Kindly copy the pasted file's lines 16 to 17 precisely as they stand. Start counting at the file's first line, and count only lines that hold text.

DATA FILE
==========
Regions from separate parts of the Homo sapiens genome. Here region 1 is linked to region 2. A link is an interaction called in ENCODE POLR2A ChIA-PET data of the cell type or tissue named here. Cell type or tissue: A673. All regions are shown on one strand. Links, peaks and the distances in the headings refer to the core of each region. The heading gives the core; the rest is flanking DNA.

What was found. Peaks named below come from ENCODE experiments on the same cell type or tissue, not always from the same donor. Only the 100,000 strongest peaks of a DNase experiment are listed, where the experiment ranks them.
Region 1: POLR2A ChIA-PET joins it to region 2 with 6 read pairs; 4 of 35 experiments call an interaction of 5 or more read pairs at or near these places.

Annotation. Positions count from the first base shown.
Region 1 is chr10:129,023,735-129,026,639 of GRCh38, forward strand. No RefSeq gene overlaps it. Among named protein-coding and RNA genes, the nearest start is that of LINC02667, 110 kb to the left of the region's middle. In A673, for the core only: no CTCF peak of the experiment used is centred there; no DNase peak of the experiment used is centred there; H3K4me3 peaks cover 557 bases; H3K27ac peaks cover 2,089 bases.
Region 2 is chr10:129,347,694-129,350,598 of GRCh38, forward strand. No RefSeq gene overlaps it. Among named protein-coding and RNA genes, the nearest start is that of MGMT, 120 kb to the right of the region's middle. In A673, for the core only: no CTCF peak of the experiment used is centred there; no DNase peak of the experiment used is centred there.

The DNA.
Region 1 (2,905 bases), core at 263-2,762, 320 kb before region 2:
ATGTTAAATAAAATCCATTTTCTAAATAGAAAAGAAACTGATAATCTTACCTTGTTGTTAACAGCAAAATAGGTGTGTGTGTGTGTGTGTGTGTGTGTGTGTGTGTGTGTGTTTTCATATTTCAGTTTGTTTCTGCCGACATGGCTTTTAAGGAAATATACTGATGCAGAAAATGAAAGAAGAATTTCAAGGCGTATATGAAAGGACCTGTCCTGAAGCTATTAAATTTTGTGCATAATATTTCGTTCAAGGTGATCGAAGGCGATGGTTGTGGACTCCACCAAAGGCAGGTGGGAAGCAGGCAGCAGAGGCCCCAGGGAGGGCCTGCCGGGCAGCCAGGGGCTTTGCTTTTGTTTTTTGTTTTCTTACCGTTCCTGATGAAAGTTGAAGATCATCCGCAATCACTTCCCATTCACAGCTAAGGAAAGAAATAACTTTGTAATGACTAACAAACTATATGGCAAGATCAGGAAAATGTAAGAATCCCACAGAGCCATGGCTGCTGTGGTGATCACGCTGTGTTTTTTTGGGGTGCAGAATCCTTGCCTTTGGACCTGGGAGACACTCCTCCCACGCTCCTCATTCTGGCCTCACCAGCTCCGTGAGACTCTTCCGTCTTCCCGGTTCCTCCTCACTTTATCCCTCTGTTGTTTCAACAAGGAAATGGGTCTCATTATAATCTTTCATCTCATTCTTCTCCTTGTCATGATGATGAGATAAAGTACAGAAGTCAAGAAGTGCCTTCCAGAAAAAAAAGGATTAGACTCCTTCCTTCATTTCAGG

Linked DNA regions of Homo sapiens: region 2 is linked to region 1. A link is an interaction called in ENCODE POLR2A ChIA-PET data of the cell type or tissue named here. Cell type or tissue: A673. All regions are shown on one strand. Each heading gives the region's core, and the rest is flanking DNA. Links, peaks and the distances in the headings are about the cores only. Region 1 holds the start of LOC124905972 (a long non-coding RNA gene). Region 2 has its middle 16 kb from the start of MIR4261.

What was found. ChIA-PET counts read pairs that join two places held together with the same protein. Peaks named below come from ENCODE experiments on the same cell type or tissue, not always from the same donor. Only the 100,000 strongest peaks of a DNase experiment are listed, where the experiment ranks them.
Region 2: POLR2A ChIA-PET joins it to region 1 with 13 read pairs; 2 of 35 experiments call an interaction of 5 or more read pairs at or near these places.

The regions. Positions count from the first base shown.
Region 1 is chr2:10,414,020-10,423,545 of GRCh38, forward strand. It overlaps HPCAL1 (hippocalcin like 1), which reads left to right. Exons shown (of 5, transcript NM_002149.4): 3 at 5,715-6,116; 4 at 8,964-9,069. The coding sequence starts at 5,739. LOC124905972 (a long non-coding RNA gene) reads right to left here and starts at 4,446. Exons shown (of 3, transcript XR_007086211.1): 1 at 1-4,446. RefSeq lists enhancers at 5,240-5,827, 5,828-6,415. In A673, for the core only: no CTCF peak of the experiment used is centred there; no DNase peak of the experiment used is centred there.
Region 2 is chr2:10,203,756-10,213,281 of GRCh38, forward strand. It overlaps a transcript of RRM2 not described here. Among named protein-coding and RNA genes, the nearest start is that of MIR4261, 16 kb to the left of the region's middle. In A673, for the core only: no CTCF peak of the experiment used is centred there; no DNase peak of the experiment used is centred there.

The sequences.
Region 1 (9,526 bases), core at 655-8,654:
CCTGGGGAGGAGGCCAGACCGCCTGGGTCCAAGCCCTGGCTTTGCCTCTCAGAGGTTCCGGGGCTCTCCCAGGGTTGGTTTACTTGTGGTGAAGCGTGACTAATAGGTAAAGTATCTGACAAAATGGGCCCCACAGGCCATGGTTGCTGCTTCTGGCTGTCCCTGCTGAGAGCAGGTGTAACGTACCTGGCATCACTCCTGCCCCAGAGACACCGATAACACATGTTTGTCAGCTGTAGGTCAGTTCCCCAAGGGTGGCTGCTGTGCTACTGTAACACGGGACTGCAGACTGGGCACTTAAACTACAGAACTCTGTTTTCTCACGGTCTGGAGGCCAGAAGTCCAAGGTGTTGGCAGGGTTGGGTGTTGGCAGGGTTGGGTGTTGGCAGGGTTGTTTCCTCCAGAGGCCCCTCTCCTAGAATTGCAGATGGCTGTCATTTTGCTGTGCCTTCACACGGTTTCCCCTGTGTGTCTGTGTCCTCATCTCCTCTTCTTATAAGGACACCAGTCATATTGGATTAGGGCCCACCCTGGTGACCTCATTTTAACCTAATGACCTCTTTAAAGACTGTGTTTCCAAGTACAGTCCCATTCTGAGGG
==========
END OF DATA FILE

The sequences.
Region 1 (9,526 bases), core at 655-8,654: